DOG OWNER

It was early in the morning around 7am, late August and maybe 50 degrees outside. Clouds blocked the sun but it managed to seep out in white lines making the whole of it—sky, ocean, beach—a muted grey with glowing horns. The sand was wet with rain. Two young girls splashed in the water. Their parents in overcoats and knit hats with coffee mugs in hand sat together on a blanket. The girls were tall and lanky with long red hair and exceedingly white skin. The only other person on the beach was a man in dark brown pants and a wool sweater. He wore laced-up boots and a wristwatch with a thick black band. His hair was dark. He had a beard. He was handsome and bothered by something that existed on a different plane. He did not seem to notice the other people—me, the girls, their parents. He paced back and forth then stopped, took off his boots and walked into the ocean. The waves were choppy. I saw him dive once and then he was gone.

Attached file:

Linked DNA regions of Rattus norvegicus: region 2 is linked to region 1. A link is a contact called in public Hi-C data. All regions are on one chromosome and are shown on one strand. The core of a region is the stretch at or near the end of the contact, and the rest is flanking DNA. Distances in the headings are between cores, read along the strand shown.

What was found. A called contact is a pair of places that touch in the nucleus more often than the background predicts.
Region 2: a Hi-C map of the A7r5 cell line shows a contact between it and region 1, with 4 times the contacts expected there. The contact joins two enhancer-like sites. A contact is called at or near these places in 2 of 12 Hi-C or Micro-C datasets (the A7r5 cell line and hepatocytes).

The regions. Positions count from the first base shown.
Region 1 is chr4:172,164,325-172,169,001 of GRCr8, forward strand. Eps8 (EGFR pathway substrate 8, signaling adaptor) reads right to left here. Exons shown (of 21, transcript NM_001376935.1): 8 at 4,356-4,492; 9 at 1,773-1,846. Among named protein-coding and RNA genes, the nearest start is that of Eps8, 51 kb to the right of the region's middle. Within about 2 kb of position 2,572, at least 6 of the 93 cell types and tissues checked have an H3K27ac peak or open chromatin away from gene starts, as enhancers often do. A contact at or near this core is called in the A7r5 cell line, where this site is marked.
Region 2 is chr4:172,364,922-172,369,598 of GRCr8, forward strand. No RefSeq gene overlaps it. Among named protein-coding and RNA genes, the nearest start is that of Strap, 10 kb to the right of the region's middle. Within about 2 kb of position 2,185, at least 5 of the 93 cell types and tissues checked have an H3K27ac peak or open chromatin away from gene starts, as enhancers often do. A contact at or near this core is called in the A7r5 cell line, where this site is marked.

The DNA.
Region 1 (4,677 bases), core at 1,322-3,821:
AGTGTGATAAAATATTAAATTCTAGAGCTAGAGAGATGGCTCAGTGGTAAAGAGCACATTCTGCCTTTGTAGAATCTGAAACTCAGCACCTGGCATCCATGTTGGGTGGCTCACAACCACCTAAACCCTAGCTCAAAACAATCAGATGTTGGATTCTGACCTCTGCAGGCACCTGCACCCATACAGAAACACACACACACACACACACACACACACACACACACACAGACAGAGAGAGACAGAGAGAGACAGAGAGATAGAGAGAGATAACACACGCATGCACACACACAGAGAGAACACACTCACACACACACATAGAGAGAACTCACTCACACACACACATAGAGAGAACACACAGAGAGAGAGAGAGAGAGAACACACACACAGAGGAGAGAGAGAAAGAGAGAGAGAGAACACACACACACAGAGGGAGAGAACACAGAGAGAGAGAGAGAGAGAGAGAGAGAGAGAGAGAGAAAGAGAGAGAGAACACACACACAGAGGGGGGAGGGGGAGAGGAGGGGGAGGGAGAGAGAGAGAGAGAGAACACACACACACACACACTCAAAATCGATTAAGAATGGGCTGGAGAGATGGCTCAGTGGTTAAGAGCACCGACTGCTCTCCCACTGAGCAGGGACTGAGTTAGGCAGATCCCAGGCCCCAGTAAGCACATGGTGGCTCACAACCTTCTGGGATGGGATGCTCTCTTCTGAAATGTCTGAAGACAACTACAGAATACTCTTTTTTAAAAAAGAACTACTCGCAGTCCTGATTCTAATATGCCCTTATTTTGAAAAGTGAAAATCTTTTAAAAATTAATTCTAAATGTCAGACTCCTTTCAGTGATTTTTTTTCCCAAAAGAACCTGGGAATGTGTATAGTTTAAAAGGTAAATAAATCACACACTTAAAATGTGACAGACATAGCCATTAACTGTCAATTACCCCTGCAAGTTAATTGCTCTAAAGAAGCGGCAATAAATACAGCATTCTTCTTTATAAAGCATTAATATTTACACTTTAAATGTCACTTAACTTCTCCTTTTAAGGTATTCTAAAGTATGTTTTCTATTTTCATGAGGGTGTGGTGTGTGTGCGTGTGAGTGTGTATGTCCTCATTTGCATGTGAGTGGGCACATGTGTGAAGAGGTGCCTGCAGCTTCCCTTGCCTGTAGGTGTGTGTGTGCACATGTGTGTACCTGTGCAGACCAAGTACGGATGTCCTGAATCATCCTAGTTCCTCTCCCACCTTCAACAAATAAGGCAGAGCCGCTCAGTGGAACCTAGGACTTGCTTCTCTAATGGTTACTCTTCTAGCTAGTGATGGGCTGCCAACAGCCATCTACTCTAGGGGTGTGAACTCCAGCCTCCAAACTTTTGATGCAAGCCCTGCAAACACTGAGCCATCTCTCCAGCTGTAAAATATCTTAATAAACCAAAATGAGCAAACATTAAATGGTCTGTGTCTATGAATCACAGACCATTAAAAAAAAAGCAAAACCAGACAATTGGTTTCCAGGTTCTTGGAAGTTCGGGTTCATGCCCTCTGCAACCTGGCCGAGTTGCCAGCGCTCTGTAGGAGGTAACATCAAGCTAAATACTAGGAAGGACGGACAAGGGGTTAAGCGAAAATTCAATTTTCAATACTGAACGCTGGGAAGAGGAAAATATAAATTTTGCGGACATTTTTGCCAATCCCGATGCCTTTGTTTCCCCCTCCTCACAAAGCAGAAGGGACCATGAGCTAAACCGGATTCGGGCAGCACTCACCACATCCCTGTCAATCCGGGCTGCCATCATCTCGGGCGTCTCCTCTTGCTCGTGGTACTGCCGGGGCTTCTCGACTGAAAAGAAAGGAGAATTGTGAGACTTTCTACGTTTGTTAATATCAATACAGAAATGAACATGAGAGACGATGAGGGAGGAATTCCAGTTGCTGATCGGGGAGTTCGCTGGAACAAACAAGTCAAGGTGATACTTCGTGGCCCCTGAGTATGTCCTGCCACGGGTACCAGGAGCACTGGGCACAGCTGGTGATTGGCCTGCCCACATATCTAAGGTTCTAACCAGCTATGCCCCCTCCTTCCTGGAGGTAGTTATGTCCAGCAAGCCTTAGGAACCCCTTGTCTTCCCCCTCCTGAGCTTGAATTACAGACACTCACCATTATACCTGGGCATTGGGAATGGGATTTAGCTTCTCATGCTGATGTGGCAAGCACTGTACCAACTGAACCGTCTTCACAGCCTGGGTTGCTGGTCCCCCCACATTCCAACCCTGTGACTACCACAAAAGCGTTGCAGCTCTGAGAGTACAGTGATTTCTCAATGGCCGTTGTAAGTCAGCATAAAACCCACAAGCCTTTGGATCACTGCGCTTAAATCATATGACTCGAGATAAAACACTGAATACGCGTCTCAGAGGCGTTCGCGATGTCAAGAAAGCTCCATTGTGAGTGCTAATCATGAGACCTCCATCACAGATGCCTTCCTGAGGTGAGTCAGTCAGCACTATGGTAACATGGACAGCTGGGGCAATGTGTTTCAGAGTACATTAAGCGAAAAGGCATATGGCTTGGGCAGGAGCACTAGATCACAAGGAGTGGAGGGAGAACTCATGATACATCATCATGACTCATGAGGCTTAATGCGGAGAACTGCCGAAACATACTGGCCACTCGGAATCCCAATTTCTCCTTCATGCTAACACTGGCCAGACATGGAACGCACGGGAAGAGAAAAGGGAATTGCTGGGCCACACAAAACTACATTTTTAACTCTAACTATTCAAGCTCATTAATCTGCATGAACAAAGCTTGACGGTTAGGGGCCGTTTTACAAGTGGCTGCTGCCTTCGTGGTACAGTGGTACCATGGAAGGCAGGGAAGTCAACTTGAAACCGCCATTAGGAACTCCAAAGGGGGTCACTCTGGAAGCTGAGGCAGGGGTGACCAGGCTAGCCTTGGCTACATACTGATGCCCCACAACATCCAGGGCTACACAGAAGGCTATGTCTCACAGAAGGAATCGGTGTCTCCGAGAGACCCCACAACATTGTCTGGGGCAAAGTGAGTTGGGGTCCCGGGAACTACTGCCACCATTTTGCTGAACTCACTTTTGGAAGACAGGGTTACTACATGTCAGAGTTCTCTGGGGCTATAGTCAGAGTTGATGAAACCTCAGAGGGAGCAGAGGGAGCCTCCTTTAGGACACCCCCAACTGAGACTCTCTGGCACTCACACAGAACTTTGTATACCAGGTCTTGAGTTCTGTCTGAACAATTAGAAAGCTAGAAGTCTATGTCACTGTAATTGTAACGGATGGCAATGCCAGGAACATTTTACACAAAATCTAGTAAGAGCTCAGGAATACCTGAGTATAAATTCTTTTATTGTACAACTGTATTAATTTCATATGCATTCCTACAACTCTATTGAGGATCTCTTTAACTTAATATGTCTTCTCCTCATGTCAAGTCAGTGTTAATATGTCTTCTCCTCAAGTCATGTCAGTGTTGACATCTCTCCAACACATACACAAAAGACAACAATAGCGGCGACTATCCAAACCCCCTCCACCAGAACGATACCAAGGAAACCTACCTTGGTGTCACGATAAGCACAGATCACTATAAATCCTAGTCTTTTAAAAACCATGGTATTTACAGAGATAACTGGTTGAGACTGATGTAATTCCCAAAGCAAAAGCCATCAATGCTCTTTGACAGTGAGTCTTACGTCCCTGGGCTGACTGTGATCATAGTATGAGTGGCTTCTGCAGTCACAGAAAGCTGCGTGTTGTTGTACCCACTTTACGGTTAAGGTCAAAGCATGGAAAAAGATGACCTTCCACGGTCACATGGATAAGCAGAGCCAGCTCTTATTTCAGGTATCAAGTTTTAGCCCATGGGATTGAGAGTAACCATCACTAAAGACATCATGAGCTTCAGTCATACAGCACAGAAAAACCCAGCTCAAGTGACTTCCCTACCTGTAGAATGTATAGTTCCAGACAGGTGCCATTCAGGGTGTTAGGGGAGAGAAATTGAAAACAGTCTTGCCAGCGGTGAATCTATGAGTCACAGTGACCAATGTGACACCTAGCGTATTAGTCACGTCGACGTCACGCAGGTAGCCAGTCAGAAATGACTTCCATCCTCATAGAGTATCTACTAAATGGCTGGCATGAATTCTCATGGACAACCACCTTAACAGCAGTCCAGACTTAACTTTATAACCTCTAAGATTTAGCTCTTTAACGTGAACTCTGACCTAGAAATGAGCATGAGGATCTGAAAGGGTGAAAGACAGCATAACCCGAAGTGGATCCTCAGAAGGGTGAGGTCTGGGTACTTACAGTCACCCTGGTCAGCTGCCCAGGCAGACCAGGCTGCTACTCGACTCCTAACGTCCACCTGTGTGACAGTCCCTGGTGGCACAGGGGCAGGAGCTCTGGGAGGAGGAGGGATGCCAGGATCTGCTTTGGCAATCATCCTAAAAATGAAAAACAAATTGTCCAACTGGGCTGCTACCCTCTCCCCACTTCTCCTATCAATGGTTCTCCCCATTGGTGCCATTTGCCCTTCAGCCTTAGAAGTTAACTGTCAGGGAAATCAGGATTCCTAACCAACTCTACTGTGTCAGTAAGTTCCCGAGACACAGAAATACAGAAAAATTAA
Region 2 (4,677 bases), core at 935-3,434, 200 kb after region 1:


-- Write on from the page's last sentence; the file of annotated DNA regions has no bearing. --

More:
When he emerged he was farther down shore carrying a long piece of driftwood. He dragged it out of the ocean and left it beside his boots and returned to the water. Again, he walked in fully clothed, dove, disappeared and reemerged a little farther down shore dragging a long piece of driftwood, his beard dripping, sweater sagging, his pants darker than ever, all of him heavy and his face twisted with rejection, confusion, an indebted sense of hope due in part to the past.